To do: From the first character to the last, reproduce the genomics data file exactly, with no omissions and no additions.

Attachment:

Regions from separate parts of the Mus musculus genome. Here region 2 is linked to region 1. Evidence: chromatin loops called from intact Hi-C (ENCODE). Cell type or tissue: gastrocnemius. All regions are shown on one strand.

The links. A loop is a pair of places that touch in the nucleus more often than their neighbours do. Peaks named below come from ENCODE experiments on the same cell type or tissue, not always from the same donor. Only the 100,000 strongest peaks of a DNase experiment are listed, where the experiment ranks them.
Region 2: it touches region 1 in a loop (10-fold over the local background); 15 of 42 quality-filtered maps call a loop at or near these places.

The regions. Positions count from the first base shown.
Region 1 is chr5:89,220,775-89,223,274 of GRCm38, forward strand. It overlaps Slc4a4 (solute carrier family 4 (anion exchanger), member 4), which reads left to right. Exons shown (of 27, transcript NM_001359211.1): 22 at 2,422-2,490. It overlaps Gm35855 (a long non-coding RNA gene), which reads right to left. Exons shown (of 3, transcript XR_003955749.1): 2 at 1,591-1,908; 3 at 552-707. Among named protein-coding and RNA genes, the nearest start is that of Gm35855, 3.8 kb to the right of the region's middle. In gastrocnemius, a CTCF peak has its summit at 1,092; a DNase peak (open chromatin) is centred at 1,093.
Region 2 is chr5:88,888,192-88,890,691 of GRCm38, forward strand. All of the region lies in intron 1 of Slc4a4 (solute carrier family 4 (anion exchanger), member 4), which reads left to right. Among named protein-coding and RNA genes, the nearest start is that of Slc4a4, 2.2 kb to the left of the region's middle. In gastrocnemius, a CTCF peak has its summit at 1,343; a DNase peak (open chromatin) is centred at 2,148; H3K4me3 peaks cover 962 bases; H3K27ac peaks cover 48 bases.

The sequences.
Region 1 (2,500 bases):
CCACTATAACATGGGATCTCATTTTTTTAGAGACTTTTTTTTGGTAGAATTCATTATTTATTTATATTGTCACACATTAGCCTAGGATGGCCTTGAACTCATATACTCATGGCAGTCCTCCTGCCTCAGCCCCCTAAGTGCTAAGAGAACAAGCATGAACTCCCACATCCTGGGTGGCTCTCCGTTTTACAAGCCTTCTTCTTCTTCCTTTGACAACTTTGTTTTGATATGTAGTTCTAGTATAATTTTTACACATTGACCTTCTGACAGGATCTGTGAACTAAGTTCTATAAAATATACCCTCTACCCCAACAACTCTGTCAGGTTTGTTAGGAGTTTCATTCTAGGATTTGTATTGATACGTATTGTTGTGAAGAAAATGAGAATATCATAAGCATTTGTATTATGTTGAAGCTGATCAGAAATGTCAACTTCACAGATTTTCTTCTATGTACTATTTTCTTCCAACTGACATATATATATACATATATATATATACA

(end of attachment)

Regions from separate parts of the Mus musculus genome. Here region 2 is linked to region 1. Evidence: chromatin loops called from intact Hi-C (ENCODE). Cell type or tissue: gastrocnemius. All regions are shown on one strand.

The links. A loop is a pair of places that touch in the nucleus more often than their neighbours do. Peaks named below come from ENCODE experiments on the same cell type or tissue, not always from the same donor. Only the 100,000 strongest peaks of a DNase experiment are listed, where the experiment ranks them.
Region 2: it touches region 1 in a loop (10-fold over the local background); 15 of 42 quality-filtered maps call a loop at or near these places.

The regions. Positions count from the first base shown.
Region 1 is chr5:89,220,775-89,223,274 of GRCm38, forward strand. It overlaps Slc4a4 (solute carrier family 4 (anion exchanger), member 4), which reads left to right. Exons shown (of 27, transcript NM_001359211.1): 22 at 2,422-2,490. It overlaps Gm35855 (a long non-coding RNA gene), which reads right to left. Exons shown (of 3, transcript XR_003955749.1): 2 at 1,591-1,908; 3 at 552-707. Among named protein-coding and RNA genes, the nearest start is that of Gm35855, 3.8 kb to the right of the region's middle. In gastrocnemius, a CTCF peak has its summit at 1,092; a DNase peak (open chromatin) is centred at 1,093.
Region 2 is chr5:88,888,192-88,890,691 of GRCm38, forward strand. All of the region lies in intron 1 of Slc4a4 (solute carrier family 4 (anion exchanger), member 4), which reads left to right. Among named protein-coding and RNA genes, the nearest start is that of Slc4a4, 2.2 kb to the left of the region's middle. In gastrocnemius, a CTCF peak has its summit at 1,343; a DNase peak (open chromatin) is centred at 2,148; H3K4me3 peaks cover 962 bases; H3K27ac peaks cover 48 bases.

The sequences.
Region 1 (2,500 bases):
CCACTATAACATGGGATCTCATTTTTTTAGAGACTTTTTTTTGGTAGAATTCATTATTTATTTATATTGTCACACATTAGCCTAGGATGGCCTTGAACTCATATACTCATGGCAGTCCTCCTGCCTCAGCCCCCTAAGTGCTAAGAGAACAAGCATGAACTCCCACATCCTGGGTGGCTCTCCGTTTTACAAGCCTTCTTCTTCTTCCTTTGACAACTTTGTTTTGATATGTAGTTCTAGTATAATTTTTACACATTGACCTTCTGACAGGATCTGTGAACTAAGTTCTATAAAATATACCCTCTACCCCAACAACTCTGTCAGGTTTGTTAGGAGTTTCATTCTAGGATTTGTATTGATACGTATTGTTGTGAAGAAAATGAGAATATCATAAGCATTTGTATTATGTTGAAGCTGATCAGAAATGTCAACTTCACAGATTTTCTTCTATGTACTATTTTCTTCCAACTGACATATATATATACATATATATATATACA